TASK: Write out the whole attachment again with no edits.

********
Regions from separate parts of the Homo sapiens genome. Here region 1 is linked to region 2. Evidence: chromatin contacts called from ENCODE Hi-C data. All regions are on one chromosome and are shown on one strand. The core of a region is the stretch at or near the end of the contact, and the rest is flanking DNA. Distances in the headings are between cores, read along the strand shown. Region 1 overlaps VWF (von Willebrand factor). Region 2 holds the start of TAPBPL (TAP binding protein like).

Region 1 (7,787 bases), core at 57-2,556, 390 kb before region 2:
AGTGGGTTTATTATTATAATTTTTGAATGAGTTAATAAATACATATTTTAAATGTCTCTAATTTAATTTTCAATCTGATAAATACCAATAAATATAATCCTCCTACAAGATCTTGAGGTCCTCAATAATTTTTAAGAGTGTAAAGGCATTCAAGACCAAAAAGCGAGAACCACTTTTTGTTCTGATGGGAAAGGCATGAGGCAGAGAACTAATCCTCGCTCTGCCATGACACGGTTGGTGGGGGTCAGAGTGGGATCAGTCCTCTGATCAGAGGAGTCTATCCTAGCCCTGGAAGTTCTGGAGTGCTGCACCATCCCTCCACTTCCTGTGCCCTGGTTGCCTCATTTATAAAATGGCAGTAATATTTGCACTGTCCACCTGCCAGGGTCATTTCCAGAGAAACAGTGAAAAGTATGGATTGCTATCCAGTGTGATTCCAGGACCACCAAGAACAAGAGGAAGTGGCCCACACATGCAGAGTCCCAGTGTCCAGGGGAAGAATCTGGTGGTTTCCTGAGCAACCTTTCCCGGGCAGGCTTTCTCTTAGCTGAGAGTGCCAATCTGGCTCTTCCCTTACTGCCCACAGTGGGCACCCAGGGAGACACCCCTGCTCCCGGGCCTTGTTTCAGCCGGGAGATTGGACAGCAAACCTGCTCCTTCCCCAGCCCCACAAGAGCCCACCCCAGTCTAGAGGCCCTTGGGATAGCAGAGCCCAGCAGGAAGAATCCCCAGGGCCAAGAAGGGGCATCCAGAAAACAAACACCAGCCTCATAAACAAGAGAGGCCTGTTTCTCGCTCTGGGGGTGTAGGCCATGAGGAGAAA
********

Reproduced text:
Regions from separate parts of the Homo sapiens genome. Here region 1 is linked to region 2. Evidence: chromatin contacts called from ENCODE Hi-C data. All regions are on one chromosome and are shown on one strand. The core of a region is the stretch at or near the end of the contact, and the rest is flanking DNA. Distances in the headings are between cores, read along the strand shown. Region 1 overlaps VWF (von Willebrand factor). Region 2 holds the start of TAPBPL (TAP binding protein like).

Region 1 (7,787 bases), core at 57-2,556, 390 kb before region 2:
AGTGGGTTTATTATTATAATTTTTGAATGAGTTAATAAATACATATTTTAAATGTCTCTAATTTAATTTTCAATCTGATAAATACCAATAAATATAATCCTCCTACAAGATCTTGAGGTCCTCAATAATTTTTAAGAGTGTAAAGGCATTCAAGACCAAAAAGCGAGAACCACTTTTTGTTCTGATGGGAAAGGCATGAGGCAGAGAACTAATCCTCGCTCTGCCATGACACGGTTGGTGGGGGTCAGAGTGGGATCAGTCCTCTGATCAGAGGAGTCTATCCTAGCCCTGGAAGTTCTGGAGTGCTGCACCATCCCTCCACTTCCTGTGCCCTGGTTGCCTCATTTATAAAATGGCAGTAATATTTGCACTGTCCACCTGCCAGGGTCATTTCCAGAGAAACAGTGAAAAGTATGGATTGCTATCCAGTGTGATTCCAGGACCACCAAGAACAAGAGGAAGTGGCCCACACATGCAGAGTCCCAGTGTCCAGGGGAAGAATCTGGTGGTTTCCTGAGCAACCTTTCCCGGGCAGGCTTTCTCTTAGCTGAGAGTGCCAATCTGGCTCTTCCCTTACTGCCCACAGTGGGCACCCAGGGAGACACCCCTGCTCCCGGGCCTTGTTTCAGCCGGGAGATTGGACAGCAAACCTGCTCCTTCCCCAGCCCCACAAGAGCCCACCCCAGTCTAGAGGCCCTTGGGATAGCAGAGCCCAGCAGGAAGAATCCCCAGGGCCAAGAAGGGGCATCCAGAAAACAAACACCAGCCTCATAAACAAGAGAGGCCTGTTTCTCGCTCTGGGGGTGTAGGCCATGAGGAGAAA